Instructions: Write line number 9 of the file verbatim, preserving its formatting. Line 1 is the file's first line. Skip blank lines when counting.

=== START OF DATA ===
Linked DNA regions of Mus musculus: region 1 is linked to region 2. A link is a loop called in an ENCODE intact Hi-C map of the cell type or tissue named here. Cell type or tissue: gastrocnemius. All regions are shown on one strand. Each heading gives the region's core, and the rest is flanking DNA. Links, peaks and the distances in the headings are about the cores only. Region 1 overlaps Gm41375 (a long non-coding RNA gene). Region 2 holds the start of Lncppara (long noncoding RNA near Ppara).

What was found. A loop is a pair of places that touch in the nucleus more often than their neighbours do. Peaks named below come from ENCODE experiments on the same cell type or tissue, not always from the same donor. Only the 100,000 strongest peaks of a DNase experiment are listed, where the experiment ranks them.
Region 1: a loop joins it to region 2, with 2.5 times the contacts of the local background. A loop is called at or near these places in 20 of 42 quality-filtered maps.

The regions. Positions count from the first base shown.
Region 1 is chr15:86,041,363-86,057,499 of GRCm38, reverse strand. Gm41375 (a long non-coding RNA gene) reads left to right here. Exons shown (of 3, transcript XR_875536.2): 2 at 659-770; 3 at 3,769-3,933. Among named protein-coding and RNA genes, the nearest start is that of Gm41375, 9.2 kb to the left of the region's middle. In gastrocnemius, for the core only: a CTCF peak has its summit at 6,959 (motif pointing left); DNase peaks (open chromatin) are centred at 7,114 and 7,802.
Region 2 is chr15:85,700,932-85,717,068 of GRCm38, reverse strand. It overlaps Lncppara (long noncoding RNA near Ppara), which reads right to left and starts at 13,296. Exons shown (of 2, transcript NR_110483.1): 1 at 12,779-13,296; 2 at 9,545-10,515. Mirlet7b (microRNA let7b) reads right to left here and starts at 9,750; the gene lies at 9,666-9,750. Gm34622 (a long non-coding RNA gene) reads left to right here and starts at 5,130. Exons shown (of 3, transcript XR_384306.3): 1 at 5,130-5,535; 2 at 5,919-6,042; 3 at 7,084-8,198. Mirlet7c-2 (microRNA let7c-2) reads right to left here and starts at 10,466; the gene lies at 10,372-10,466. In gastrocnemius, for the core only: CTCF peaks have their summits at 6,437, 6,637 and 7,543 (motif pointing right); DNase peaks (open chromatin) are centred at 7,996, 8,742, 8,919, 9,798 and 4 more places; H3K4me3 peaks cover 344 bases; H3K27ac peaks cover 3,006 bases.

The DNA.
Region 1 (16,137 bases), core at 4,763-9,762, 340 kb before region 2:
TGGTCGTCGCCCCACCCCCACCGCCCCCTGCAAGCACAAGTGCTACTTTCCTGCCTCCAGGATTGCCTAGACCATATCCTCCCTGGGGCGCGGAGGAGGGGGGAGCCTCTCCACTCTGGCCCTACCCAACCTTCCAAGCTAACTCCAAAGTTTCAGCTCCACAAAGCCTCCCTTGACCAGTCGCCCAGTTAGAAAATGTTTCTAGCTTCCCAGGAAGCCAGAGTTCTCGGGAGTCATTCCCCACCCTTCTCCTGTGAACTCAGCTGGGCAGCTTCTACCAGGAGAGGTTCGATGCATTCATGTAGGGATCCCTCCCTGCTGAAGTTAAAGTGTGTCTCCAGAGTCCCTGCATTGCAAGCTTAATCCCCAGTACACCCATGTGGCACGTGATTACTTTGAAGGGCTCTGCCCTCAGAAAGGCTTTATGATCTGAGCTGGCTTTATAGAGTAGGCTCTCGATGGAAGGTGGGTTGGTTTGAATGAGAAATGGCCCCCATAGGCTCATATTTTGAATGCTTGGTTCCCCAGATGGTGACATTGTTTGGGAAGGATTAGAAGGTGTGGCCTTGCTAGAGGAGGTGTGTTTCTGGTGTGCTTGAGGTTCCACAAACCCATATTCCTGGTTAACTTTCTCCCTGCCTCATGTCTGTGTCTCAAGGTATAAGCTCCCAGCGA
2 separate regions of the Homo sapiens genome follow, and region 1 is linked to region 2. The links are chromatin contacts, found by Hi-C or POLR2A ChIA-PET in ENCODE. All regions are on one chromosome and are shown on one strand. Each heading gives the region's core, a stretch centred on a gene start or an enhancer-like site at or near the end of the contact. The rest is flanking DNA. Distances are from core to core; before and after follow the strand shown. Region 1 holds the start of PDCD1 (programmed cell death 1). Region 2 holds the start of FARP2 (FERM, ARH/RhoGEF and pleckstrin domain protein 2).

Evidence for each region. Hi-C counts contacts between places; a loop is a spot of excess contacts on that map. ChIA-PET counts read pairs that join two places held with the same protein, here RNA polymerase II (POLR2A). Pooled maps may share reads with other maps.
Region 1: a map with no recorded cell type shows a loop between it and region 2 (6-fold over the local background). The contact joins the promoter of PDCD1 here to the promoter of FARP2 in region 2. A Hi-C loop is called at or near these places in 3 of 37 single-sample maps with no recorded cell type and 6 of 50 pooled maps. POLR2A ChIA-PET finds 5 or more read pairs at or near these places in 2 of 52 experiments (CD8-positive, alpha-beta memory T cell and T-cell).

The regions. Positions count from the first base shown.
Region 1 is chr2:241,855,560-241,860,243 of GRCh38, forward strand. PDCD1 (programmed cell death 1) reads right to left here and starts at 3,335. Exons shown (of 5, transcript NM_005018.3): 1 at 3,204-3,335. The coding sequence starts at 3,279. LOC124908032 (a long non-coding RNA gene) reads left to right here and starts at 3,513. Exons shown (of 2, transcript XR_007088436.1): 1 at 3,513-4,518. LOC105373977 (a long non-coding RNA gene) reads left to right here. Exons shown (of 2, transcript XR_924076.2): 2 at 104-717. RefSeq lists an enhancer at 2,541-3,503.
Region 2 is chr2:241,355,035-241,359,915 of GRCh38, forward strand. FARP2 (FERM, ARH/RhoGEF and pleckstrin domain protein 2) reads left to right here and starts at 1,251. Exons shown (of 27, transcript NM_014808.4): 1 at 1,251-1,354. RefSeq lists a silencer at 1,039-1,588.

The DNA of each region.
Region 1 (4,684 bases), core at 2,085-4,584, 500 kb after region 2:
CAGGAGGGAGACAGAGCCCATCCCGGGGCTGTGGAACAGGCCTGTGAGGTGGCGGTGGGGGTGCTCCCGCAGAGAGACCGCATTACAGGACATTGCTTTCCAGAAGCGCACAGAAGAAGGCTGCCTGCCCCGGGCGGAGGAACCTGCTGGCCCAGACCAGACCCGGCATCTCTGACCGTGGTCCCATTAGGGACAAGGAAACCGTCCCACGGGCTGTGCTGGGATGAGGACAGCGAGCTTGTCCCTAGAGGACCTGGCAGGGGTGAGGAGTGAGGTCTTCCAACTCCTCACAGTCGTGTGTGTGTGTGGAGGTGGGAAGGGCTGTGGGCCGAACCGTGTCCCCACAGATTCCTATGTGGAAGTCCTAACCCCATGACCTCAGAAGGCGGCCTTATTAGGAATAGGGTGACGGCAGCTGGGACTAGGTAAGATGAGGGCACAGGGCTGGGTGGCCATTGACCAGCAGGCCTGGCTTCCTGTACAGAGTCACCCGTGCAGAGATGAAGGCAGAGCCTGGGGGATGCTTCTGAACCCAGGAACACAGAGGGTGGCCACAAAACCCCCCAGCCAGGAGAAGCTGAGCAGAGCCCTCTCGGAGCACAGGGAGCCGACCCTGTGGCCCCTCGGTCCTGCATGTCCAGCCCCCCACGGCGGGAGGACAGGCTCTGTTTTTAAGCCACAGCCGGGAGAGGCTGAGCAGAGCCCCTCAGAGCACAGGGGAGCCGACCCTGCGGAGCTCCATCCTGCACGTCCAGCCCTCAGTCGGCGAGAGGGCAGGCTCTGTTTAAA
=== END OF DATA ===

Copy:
TGGTCGTCGCCCCACCCCCACCGCCCCCTGCAAGCACAAGTGCTACTTTCCTGCCTCCAGGATTGCCTAGACCATATCCTCCCTGGGGCGCGGAGGAGGGGGGAGCCTCTCCACTCTGGCCCTACCCAACCTTCCAAGCTAACTCCAAAGTTTCAGCTCCACAAAGCCTCCCTTGACCAGTCGCCCAGTTAGAAAATGTTTCTAGCTTCCCAGGAAGCCAGAGTTCTCGGGAGTCATTCCCCACCCTTCTCCTGTGAACTCAGCTGGGCAGCTTCTACCAGGAGAGGTTCGATGCATTCATGTAGGGATCCCTCCCTGCTGAAGTTAAAGTGTGTCTCCAGAGTCCCTGCATTGCAAGCTTAATCCCCAGTACACCCATGTGGCACGTGATTACTTTGAAGGGCTCTGCCCTCAGAAAGGCTTTATGATCTGAGCTGGCTTTATAGAGTAGGCTCTCGATGGAAGGTGGGTTGGTTTGAATGAGAAATGGCCCCCATAGGCTCATATTTTGAATGCTTGGTTCCCCAGATGGTGACATTGTTTGGGAAGGATTAGAAGGTGTGGCCTTGCTAGAGGAGGTGTGTTTCTGGTGTGCTTGAGGTTCCACAAACCCATATTCCTGGTTAACTTTCTCCCTGCCTCATGTCTGTGTCTCAAGGTATAAGCTCCCAGCGA